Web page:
The Friday Market Minute
- Global stocks gain amid steady progress in U.S.-China trade talks paired with weakening data in key G10 economies.
- China's Shanghai Composite has best week in nearly three years amid trade optimism and bets on further stimulus in the world's second largest economy.
- Germany narrowly avoids recession with flat Q4 growth, but trade and Brexit uncertainty keep European markets in check.
- Global oil test fresh 2019 highs but gains are capped by record U.S. production rates, which hit 12 million barrels per day last week, and a build in domestic crude inventories.
- Kraft Heinz shares shed $12 billion in after-hours trading after weaker-than-expected fourth quarter earnings, an SEC notice and a grim 2019 profit outlook hammered shares in one of Warren Buffett's biggest investments.
- U.S. equity futures suggest a solid open on Wall Street ahead of an Oval Office meeting between President Donald Trump and China's Vice Premier Liu He.
Global stocks traded higher Friday, setting up a positive session on Wall Street, as investors continue to eye headline moves in U.S.-China trade talks while navigating weaker-than-expected data in some of the world's biggest economies.
China's Vice Premier, Liu He, is scheduled to meet with President Donald Trump in the Oval Office later today as this week's round of trade talks winds down in Washington. Multiple media reports suggest significant progress has been made between the two sides, with the very real possibility that next week's March 1 deadline could be extended, although issues such as intellectual property protection and currency manipulation remain sticking points in the months-long talks.
Set against that optimism, however, has been a series of weaken economic data points, including softer-than-expected existing home sales in the United States, slower manufacturing output in Europe and the first contraction in business activity in the U.S. mid-Atlantic region in nearly three years.
Earlier this week, Japan also posted notably softer export figures, while China's housing market saw new home prices fall to a nine-month low last month.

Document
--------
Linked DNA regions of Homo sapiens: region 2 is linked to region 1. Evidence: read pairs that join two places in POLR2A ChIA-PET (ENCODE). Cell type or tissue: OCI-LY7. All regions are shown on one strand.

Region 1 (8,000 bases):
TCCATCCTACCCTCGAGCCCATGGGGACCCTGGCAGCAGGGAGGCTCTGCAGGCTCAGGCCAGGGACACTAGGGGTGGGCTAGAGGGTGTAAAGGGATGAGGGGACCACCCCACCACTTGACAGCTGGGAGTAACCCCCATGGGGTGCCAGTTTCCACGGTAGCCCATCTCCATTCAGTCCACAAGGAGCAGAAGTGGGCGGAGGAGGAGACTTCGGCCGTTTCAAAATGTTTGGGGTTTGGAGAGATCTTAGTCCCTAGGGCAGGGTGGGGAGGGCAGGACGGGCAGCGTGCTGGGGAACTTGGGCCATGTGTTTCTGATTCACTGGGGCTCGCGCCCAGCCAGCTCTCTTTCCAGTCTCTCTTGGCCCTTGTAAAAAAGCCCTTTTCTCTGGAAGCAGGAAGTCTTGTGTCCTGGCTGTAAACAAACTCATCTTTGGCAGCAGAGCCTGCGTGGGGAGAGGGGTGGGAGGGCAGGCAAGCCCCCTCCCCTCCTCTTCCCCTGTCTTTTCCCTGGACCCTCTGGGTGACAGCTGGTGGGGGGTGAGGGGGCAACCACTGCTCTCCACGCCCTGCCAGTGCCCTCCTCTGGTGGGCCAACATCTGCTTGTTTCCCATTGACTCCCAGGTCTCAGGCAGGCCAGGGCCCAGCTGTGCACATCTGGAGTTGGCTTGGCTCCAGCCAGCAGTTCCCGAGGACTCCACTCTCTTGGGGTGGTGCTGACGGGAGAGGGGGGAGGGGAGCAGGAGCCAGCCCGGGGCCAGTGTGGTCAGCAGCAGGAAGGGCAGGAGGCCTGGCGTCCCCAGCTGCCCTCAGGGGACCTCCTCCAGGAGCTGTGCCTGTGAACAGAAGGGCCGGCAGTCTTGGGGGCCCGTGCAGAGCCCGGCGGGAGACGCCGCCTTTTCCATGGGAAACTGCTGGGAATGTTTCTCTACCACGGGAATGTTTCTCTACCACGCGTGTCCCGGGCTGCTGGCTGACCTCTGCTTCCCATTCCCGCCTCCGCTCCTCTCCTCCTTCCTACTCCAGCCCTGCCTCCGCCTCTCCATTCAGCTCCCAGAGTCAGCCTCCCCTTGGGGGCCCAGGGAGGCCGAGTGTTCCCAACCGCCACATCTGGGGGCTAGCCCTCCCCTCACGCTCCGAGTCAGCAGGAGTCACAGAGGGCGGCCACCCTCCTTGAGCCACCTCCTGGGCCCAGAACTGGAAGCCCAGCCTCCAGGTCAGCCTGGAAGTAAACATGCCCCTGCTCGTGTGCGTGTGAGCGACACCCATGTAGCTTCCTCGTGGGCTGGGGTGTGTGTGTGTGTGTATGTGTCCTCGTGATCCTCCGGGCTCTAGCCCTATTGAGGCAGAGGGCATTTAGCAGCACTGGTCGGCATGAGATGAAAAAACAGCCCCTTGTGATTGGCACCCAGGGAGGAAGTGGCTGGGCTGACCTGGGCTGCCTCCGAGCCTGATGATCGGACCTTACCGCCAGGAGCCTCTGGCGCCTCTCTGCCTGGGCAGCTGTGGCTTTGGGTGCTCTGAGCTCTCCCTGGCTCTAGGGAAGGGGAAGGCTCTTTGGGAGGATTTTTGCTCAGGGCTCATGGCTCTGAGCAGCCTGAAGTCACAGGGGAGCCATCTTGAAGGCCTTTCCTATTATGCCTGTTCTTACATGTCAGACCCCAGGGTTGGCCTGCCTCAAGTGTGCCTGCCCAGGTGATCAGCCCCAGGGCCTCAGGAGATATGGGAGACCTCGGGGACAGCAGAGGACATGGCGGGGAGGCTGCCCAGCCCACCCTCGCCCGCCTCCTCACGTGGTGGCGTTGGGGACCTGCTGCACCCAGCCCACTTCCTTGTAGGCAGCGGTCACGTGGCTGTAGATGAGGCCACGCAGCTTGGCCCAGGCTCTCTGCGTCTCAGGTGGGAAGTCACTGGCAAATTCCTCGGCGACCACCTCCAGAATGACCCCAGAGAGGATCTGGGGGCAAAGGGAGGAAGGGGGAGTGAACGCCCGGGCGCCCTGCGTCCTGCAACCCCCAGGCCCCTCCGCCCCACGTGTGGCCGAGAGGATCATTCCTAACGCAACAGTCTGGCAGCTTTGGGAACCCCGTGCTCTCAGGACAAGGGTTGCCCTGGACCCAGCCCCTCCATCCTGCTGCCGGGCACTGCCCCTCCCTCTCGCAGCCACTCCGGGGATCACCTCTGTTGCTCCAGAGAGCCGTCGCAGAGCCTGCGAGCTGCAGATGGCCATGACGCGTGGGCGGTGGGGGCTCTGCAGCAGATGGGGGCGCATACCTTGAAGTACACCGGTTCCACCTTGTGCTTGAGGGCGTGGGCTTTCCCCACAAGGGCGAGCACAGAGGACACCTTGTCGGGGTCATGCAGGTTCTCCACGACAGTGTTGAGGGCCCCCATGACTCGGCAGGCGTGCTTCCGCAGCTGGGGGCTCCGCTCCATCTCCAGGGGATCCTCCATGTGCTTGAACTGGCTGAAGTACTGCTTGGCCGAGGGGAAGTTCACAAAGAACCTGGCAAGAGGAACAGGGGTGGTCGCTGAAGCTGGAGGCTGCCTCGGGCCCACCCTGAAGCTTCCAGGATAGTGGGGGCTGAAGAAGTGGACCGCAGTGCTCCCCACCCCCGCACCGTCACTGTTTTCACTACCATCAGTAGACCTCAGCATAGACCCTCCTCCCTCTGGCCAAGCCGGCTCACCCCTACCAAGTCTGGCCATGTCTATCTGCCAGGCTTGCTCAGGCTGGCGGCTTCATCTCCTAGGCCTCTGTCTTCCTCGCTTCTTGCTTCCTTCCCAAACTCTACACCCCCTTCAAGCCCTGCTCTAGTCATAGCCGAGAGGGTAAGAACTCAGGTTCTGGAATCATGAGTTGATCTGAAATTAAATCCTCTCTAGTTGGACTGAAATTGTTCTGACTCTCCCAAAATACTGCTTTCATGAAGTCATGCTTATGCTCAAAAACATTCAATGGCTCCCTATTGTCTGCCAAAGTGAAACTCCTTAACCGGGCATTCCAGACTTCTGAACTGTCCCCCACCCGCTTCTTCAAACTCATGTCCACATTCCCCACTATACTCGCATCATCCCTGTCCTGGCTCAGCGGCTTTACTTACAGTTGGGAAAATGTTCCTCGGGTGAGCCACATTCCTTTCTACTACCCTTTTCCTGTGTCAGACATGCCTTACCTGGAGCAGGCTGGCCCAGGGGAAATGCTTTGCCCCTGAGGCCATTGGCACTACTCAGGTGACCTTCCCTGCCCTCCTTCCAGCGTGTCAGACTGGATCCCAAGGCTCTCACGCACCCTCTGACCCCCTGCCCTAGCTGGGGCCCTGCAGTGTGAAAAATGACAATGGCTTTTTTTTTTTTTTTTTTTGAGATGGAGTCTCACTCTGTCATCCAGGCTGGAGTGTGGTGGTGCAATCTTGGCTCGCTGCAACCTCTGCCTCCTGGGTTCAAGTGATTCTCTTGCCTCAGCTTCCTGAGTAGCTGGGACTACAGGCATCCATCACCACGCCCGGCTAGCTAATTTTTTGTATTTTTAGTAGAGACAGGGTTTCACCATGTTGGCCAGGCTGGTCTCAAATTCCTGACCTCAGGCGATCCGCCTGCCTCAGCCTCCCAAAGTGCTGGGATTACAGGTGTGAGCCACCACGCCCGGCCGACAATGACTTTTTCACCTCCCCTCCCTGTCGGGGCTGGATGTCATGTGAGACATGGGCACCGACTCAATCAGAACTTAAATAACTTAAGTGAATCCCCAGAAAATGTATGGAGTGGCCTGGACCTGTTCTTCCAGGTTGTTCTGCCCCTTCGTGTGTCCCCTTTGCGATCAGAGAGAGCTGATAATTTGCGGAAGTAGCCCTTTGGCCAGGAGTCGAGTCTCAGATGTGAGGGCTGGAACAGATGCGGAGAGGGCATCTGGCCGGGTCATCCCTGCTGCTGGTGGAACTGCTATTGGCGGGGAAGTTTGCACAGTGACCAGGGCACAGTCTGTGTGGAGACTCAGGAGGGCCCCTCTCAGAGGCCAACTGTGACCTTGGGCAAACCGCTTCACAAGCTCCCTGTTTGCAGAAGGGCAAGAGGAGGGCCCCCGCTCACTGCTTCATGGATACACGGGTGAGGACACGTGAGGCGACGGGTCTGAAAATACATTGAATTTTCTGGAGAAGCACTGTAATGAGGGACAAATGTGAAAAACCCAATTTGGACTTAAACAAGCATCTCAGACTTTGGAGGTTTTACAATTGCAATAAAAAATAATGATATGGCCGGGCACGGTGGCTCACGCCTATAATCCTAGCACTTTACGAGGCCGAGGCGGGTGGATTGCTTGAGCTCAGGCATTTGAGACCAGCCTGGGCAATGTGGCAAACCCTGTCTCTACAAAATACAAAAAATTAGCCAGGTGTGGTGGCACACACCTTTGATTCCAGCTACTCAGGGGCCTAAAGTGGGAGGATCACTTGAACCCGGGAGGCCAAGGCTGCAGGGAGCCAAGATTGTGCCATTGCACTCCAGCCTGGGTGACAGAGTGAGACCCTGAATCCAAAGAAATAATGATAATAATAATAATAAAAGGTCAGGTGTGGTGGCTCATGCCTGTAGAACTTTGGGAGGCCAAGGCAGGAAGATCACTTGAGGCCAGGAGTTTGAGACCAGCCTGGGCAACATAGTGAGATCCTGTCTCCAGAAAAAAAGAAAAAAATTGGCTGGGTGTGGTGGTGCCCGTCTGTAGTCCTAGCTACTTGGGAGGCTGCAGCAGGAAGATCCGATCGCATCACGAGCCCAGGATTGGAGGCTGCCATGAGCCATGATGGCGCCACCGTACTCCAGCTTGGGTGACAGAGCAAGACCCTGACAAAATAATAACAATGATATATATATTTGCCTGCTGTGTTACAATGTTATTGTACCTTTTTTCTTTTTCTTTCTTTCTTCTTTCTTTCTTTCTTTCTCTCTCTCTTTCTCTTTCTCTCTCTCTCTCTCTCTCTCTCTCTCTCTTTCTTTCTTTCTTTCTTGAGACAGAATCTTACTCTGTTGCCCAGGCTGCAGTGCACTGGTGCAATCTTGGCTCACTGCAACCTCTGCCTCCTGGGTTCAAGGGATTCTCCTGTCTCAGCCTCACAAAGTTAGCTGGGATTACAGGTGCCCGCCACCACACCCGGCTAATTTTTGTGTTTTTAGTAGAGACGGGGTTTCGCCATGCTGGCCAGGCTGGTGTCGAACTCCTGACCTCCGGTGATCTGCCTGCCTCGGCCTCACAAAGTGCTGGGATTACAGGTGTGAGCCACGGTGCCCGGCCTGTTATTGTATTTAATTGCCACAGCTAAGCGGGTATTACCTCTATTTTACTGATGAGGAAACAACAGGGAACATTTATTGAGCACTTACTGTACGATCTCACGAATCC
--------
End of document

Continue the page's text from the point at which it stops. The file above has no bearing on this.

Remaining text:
Still, with trade talk progress and the hope of deeper stimulus from both the government and the People's Bank of China, stocks in the world's second largest economy had their best week in nearly three years, adding 4.5% to the Shanghai Composite index, which closed at 2,804.23 points. Japan's Nikkei 225, meanwhile, snapped a four day winning streak to finish the Friday session 0.18% lower at 21,425.51 points.
Early indications from U.S. equity futures also suggest modest gains on Wall Street Friday, with contracts tied to the Dow Jones Industrial Average (^DJI) marked 103 points to the upside while those linked the S&P 500 (^GSPC) are indicating a 10.2 point advance for the broader benchmark.
Kraft Heinz (KHC) - Get Report shares are likely to be in focus Friday after the food brands group shed more than $12 billion in market value in after-hours trading last night following a much weaker-than-expected fourth quarter earnings report that included a writedown of key assets, a softer 2019 outlook and news that the Securities and Exchange Commission is looking into its accounting practices.
Europe stocks booked early-session gains, as well, with the Stoxx 600 rising 0.23% in the opening hours of trading, lead by basic material and technology stocks, while Britain's FTSE 100 added 0.4% in early London dealing.
Global oil prices were back to testing 2019 highs in early European trading, with a modestly weaker U.S. dollar, trade optimism and the impact of OPEC+ production cuts supporting the bulls.
However, gains are likely to remain capped for the session after data from the U.S. Energy Information Administration showed domestic oil production hit an all-time high of 12 million barrels per day last week, helping crude exports to a record 3.6 million barrels per day. Both figures partly offset a rise in domestic inventories that took the total 3.7 million barrels higher to 454.5 million.
Brent crude contracts for April delivery, the global benchmark, were marked 28 cents higher from their Thursday close in New York and changing hands at $67.35 while WTI contracts for the same month were seen 24 cents higher at $57.20 per barrel.